Flight Requests on the Rise for MAT Program

This past August, the Wings of Hope Medical Relief & Air Transport (MAT) Program completed 21 patient flights to care. In September, the MAT Program completed 16 flights in Wings of Hope aircraft. These numbers don’t include the limited amount of commercial airline tickets Wings of Hope buys for patients who need care outside of the MAT Program’s 800-mile radius or for whom it is feasible and less expensive to fly commercially.

“We’re really seeing an uptick in requests. The requests just keep coming and coming and coming,” says Angela Walleman, director of the MAT Program and human resources at Wings of Hope.

As demand for flights grows, the number of volunteer pilots supporting the MAT Program is at its lowest in years.

“With just 12 pilots, we are limited,” says Walleman.

A few years ago, the MAT Program boasted 22 volunteer pilots.

One factor impacting the number of pilots is the organization’s requirement that pilots retire at age 75. Recently, two veteran MAT pilots aged out of the program. Fortunately, a couple of new pilots joined the team including Damian Mahoney, son of MAT pilot Mike Mahoney. The father-son duo made their first flight together on October 20, transporting a patient from Tennessee to Shriners Children’s St. Louis.

The MAT Program serves many Shriners patients, including 13-year-old Caleb who has completed 17 roundtrip flights with Wings of Hope from his home in Wichita, Kansas, to Shriners Children’s St. Louis. Caleb was born with a short femur bone, making his right leg shorter than his left.

He had his first surgery at Shriners when he was three. His mom, Crystal, says his last big leg-lengthening surgery is scheduled for May 2023, although he will require smaller surgeries to remove the “hardware” in his leg. Doctors anticipate Caleb will be finished with medical treatment by the time he turns 15.

Crystal says flying with Wings of Hope has made Caleb’s medical journey “so much easier.”

“We just go to the airport here, Wings of Hope picks us up, everybody takes us where we need to be — and we turn around quickly,” she says. “We’re not gone more than we have to be.”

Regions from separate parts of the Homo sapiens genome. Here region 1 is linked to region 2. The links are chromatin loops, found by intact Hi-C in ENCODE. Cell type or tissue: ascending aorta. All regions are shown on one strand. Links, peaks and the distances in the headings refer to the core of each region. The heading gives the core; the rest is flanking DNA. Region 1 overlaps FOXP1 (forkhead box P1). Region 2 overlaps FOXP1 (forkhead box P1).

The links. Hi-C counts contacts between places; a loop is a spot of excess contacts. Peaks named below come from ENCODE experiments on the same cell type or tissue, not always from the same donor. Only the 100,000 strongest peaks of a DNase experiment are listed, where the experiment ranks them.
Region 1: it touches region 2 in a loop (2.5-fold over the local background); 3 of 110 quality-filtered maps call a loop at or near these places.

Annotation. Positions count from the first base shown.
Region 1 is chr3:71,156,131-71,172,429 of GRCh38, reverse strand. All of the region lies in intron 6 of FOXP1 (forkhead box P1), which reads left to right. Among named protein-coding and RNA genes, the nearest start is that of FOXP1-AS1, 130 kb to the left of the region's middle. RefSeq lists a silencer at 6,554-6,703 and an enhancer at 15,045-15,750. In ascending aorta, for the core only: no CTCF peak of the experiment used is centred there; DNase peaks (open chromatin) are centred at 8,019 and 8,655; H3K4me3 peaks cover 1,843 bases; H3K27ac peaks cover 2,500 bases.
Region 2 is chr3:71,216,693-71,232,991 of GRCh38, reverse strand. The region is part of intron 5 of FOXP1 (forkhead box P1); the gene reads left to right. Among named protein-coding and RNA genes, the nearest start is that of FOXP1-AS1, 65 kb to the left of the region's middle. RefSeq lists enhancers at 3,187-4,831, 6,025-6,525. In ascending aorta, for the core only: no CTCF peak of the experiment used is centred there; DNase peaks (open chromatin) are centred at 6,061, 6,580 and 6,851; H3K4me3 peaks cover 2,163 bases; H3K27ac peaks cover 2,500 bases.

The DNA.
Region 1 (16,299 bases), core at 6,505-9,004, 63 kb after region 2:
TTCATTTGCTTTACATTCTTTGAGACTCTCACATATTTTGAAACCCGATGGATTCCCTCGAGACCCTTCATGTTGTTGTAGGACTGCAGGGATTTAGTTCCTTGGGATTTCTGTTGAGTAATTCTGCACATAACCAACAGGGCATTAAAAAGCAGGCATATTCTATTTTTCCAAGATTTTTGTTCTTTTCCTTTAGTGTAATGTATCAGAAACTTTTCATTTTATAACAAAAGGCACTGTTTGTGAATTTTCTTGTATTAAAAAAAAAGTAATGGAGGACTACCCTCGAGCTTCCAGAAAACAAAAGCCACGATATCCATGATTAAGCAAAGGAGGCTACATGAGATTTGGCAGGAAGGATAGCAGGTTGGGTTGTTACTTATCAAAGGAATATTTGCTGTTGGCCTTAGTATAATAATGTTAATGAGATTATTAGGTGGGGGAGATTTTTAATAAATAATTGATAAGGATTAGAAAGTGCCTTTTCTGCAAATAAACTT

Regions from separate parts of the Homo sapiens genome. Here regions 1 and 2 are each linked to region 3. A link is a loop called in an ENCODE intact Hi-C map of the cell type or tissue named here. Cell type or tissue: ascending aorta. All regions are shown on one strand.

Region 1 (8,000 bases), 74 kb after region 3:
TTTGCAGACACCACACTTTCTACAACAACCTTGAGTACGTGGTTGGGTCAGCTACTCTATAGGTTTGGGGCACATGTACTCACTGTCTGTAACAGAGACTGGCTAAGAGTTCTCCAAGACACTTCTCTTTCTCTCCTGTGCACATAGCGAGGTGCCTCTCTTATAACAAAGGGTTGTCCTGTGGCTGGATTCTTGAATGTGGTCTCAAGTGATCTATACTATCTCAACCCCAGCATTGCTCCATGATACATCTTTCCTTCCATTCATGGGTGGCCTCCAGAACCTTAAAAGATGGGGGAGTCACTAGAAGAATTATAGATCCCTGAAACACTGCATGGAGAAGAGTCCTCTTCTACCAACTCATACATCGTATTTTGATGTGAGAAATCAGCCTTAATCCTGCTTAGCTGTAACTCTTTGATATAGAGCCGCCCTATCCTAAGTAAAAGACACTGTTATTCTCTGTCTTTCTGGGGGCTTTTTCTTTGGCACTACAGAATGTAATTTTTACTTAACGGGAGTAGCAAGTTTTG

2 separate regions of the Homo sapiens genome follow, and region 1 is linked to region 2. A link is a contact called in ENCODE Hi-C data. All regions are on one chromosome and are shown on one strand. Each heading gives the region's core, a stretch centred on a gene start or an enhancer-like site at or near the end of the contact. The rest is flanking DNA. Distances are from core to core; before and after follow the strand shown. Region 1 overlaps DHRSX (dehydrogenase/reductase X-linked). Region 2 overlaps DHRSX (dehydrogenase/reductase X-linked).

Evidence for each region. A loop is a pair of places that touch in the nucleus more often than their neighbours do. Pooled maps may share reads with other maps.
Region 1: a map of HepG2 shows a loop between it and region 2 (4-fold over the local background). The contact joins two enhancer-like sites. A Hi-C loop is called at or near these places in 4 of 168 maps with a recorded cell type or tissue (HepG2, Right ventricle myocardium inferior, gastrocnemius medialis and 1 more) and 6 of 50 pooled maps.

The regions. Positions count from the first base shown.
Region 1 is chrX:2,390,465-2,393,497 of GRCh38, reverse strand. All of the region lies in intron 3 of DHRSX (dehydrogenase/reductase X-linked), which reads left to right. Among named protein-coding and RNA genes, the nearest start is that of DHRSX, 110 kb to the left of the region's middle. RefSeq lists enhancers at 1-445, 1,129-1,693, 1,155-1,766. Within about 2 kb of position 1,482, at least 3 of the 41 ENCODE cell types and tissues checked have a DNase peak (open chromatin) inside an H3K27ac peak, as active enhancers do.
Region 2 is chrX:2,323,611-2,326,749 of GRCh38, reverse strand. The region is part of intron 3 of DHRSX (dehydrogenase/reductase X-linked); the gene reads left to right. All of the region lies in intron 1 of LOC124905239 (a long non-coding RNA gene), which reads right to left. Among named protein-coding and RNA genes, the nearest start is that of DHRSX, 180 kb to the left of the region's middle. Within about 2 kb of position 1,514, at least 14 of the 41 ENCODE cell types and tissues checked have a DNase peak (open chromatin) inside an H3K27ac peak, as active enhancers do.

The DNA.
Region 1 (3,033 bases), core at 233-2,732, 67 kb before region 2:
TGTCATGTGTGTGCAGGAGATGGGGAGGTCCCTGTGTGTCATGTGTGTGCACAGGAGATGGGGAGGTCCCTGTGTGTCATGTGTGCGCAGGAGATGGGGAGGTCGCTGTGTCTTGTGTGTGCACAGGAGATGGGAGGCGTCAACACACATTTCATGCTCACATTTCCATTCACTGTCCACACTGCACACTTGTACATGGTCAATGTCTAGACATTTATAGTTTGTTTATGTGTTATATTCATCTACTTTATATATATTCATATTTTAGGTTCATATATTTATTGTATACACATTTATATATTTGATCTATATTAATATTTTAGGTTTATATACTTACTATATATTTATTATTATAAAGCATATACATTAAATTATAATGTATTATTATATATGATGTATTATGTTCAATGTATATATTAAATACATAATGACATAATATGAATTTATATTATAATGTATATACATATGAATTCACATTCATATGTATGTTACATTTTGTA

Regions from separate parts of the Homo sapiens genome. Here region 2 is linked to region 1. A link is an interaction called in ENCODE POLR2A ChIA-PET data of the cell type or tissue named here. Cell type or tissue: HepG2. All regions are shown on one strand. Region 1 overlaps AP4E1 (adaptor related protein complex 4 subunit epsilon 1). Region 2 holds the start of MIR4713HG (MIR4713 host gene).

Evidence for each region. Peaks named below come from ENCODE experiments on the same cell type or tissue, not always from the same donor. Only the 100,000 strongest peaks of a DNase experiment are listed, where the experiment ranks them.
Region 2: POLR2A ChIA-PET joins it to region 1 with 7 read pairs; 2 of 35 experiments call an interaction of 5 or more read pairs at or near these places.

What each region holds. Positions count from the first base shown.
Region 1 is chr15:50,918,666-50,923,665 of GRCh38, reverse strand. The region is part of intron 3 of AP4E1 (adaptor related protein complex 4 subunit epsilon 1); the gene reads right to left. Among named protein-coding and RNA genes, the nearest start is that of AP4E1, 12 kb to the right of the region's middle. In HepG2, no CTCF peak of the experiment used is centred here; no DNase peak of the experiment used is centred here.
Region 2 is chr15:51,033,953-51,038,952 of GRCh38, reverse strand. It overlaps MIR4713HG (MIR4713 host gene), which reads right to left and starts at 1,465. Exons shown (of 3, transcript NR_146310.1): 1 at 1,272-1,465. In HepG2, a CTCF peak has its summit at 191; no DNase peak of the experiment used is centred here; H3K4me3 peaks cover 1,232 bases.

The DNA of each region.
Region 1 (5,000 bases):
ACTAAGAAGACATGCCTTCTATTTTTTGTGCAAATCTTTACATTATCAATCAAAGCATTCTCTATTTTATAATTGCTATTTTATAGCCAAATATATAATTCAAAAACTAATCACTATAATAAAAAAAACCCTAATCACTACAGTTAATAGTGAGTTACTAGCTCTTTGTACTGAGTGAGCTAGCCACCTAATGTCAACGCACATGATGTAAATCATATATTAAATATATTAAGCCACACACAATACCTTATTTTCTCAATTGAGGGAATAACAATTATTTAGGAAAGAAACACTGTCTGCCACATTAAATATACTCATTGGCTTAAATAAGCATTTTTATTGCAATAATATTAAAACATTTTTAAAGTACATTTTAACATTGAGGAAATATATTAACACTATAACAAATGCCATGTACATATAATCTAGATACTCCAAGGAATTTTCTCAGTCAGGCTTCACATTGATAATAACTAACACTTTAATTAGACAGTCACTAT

Caleb is the oldest of three brothers, so flying with Wings of Hope “helps get us back home to the family instead of spending long periods of time on the road,” says Crystal.

The drive from Wichita to St. Louis takes about seven hours. Before Crystal knew Wings of Hope would fly Caleb for all medical appointments — not just surgery — she and Caleb drove the long, flat stretch of highway from Wichita to St. Louis alone.

“Traveling alone on I-70 with all those semis going by was stressful,” she says.

After his first leg-lengthening surgery, Caleb had a cast running from his waist to his ankles.

“An hour-and-a-half to two hours on a plane is a lot more comfortable than seven hours in car in a cast. It takes the financial burden off, too,” Crystal says.

Caleb is looking forward to putting his final leg-lengthening surgery behind him in May. In the meantime, he enjoys drawing and participating in his school orchestra.

“Caleb is first chair violin in his orchestra, and he got picked to be in the Suburban League,” says Crystal. “He’s also going to be performing a solo guitar piece with the orchestra accompanying him for a song.”

The MAT Program flies many children such as Caleb, but it is also fielding a lot more requests for end-of-life flights, with people seeking help reuniting hospice patients with their families in their final days.

“We’re seeing more critically ill patients as well,” says Walleman, “and more patients in the final stages of cancer.”

While Wings of Hope cannot fulfill every request — most often because it is out of the MAT Program’s flight range — Walleman says her team does everything in its power to help.

“Every person who contacts us always leaves us, if we can’t help them, with three legitimate resources that they can contact for help.”

One type of request the MAT Program can’t fulfill is for an emergency flight.

“We had two requests that came in this morning, and they need to fly tomorrow,” says Walleman. “We can’t do that.”

Walleman says requests for flights go through a “thorough vetting” involving all parties, including medical providers. It typically takes about two weeks to schedule a flight.

“If someone has an emergency, we provide them options, like Angel Flight or whatever organization serves their area,” says Walleman. “But if you anticipate needing another flight down the road, do fill out that paperwork and send it to us because we might be able to help you the next time.”

In every case, Walleman encourages people to call if they think Wings of Hope can assist them.

“We want to help,” she says.

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